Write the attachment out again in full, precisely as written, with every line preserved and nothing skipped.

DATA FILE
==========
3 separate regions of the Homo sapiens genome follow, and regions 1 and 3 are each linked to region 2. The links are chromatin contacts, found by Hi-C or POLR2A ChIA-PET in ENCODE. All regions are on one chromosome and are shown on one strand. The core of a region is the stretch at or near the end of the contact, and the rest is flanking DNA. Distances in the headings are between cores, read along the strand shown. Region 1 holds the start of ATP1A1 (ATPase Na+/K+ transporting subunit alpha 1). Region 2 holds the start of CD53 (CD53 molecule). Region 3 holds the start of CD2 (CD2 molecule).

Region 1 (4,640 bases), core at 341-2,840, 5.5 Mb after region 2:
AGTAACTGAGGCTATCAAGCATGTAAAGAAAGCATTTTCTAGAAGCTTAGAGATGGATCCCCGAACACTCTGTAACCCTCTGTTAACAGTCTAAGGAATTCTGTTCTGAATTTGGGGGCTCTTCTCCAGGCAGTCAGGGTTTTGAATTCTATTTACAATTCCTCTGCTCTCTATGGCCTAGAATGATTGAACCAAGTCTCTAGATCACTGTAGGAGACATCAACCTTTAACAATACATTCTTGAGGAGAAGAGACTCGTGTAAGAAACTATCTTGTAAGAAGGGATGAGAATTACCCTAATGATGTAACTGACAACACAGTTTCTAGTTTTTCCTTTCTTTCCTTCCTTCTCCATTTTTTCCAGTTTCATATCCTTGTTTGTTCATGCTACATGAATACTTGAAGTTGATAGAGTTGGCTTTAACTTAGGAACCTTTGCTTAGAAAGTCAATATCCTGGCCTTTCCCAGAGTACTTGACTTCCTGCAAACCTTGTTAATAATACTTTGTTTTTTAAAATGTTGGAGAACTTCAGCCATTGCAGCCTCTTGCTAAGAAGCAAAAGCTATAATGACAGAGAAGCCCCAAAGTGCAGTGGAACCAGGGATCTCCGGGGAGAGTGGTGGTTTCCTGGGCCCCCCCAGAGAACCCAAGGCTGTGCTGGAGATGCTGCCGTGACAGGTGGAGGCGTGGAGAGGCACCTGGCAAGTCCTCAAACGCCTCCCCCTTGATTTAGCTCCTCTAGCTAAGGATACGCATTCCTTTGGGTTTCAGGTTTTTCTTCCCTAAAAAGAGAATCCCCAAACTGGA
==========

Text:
3 separate regions of the Homo sapiens genome follow, and regions 1 and 3 are each linked to region 2. The links are chromatin contacts, found by Hi-C or POLR2A ChIA-PET in ENCODE. All regions are on one chromosome and are shown on one strand. The core of a region is the stretch at or near the end of the contact, and the rest is flanking DNA. Distances in the headings are between cores, read along the strand shown. Region 1 holds the start of ATP1A1 (ATPase Na+/K+ transporting subunit alpha 1). Region 2 holds the start of CD53 (CD53 molecule). Region 3 holds the start of CD2 (CD2 molecule).

Region 1 (4,640 bases), core at 341-2,840, 5.5 Mb after region 2:
AGTAACTGAGGCTATCAAGCATGTAAAGAAAGCATTTTCTAGAAGCTTAGAGATGGATCCCCGAACACTCTGTAACCCTCTGTTAACAGTCTAAGGAATTCTGTTCTGAATTTGGGGGCTCTTCTCCAGGCAGTCAGGGTTTTGAATTCTATTTACAATTCCTCTGCTCTCTATGGCCTAGAATGATTGAACCAAGTCTCTAGATCACTGTAGGAGACATCAACCTTTAACAATACATTCTTGAGGAGAAGAGACTCGTGTAAGAAACTATCTTGTAAGAAGGGATGAGAATTACCCTAATGATGTAACTGACAACACAGTTTCTAGTTTTTCCTTTCTTTCCTTCCTTCTCCATTTTTTCCAGTTTCATATCCTTGTTTGTTCATGCTACATGAATACTTGAAGTTGATAGAGTTGGCTTTAACTTAGGAACCTTTGCTTAGAAAGTCAATATCCTGGCCTTTCCCAGAGTACTTGACTTCCTGCAAACCTTGTTAATAATACTTTGTTTTTTAAAATGTTGGAGAACTTCAGCCATTGCAGCCTCTTGCTAAGAAGCAAAAGCTATAATGACAGAGAAGCCCCAAAGTGCAGTGGAACCAGGGATCTCCGGGGAGAGTGGTGGTTTCCTGGGCCCCCCCAGAGAACCCAAGGCTGTGCTGGAGATGCTGCCGTGACAGGTGGAGGCGTGGAGAGGCACCTGGCAAGTCCTCAAACGCCTCCCCCTTGATTTAGCTCCTCTAGCTAAGGATACGCATTCCTTTGGGTTTCAGGTTTTTCTTCCCTAAAAAGAGAATCCCCAAACTGGA